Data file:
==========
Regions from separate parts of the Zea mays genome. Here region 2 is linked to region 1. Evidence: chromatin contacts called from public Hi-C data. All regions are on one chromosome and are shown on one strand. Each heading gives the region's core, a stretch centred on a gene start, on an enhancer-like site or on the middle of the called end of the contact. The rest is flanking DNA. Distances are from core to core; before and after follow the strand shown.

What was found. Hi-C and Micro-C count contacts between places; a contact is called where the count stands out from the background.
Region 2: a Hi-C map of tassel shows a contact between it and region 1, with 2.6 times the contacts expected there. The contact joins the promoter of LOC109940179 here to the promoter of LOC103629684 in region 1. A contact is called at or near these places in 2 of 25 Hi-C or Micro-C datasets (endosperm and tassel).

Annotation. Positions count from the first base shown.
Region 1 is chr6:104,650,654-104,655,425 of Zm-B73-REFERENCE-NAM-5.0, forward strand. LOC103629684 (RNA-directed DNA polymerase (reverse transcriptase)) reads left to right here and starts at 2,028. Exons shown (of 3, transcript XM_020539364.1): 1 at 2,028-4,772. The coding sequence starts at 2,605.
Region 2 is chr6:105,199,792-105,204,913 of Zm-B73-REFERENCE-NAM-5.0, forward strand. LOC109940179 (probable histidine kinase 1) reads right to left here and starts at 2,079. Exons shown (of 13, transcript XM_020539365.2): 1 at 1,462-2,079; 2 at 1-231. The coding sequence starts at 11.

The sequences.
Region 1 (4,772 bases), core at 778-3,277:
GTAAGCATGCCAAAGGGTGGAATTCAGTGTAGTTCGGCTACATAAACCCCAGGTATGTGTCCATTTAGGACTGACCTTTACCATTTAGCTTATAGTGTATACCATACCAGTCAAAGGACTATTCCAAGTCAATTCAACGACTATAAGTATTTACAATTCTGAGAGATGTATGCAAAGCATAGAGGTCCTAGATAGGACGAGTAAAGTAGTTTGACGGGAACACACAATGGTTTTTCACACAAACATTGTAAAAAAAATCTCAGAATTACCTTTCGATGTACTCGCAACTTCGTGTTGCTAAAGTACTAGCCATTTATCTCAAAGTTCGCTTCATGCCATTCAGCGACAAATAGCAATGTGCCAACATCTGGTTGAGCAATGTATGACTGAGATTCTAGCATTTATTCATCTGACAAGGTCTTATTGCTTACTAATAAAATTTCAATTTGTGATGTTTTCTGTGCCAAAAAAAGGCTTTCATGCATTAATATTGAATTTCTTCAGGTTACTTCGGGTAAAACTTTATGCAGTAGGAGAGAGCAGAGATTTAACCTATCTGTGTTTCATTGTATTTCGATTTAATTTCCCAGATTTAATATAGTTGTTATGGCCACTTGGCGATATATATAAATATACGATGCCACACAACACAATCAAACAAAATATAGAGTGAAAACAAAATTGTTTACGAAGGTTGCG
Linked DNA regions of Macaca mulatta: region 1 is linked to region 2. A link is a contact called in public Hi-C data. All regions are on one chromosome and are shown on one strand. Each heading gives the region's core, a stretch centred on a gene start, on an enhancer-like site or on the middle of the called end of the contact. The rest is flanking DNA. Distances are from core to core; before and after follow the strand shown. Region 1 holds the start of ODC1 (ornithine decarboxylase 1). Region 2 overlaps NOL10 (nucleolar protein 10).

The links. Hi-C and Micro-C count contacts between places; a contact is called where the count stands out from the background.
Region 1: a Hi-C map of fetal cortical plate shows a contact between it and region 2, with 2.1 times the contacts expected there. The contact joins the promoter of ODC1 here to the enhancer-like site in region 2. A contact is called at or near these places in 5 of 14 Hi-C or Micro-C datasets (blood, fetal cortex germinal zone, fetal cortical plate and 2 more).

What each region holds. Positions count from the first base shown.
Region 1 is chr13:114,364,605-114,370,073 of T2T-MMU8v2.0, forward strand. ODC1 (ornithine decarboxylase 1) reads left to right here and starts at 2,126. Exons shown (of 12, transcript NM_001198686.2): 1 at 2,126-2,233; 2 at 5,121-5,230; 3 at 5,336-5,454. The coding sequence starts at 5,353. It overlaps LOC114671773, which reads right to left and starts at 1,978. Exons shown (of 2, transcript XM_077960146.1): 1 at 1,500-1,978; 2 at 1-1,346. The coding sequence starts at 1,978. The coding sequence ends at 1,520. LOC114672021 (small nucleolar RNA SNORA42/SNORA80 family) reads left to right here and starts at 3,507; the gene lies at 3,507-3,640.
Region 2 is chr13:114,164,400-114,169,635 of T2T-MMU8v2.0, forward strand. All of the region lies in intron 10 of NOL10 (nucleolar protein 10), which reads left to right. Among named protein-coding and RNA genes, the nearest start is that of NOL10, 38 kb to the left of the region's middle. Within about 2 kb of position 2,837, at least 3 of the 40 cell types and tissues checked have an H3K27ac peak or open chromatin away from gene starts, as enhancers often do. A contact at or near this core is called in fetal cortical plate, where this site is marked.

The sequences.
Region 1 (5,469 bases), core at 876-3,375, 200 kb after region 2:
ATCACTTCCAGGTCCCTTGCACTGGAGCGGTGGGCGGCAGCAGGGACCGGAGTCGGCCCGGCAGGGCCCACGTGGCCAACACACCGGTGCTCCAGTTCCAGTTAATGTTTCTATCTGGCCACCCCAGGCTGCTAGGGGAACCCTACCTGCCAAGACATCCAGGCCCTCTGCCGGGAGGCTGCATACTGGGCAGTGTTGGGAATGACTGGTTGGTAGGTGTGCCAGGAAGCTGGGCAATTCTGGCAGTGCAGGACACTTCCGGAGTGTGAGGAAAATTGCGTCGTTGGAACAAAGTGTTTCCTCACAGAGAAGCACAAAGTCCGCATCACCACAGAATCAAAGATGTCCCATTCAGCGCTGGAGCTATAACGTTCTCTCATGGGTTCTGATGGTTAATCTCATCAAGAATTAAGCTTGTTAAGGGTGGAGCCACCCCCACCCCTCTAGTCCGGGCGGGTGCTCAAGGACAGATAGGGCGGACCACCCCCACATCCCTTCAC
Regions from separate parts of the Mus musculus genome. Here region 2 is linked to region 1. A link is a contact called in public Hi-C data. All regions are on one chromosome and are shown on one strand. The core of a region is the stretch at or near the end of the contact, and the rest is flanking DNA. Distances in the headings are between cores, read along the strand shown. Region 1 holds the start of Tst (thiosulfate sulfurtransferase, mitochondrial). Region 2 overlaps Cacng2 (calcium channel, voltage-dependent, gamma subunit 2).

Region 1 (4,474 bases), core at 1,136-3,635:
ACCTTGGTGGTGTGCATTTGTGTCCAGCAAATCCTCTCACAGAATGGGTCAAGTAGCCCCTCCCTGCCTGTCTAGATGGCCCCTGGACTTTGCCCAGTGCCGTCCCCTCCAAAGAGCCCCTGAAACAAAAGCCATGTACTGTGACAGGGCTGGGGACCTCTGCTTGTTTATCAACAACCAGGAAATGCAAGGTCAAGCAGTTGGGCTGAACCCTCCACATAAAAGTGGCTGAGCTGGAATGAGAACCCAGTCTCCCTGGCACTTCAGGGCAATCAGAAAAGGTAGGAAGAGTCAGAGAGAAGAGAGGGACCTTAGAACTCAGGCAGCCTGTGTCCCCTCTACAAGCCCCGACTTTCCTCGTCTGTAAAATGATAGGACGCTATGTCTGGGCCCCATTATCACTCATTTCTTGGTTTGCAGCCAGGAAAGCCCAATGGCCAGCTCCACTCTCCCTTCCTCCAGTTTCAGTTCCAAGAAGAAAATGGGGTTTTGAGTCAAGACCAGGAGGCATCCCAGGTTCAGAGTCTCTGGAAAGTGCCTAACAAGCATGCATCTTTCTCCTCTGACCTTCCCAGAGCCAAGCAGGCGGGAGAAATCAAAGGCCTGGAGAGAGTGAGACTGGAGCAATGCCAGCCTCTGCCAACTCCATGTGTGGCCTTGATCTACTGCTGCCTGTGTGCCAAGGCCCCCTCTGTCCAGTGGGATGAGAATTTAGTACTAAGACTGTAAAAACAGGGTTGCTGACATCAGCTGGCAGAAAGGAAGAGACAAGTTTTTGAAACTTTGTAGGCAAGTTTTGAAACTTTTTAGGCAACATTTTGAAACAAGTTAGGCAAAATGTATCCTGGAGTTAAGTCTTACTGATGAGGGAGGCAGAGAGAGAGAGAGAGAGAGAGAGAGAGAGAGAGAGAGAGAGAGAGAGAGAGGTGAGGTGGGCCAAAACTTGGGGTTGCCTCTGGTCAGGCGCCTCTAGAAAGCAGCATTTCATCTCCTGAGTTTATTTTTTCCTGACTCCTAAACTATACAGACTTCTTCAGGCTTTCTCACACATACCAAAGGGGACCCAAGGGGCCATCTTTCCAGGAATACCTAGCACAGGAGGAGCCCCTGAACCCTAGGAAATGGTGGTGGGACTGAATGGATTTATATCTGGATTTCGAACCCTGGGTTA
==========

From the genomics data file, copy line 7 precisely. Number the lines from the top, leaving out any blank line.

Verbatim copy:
The sequences.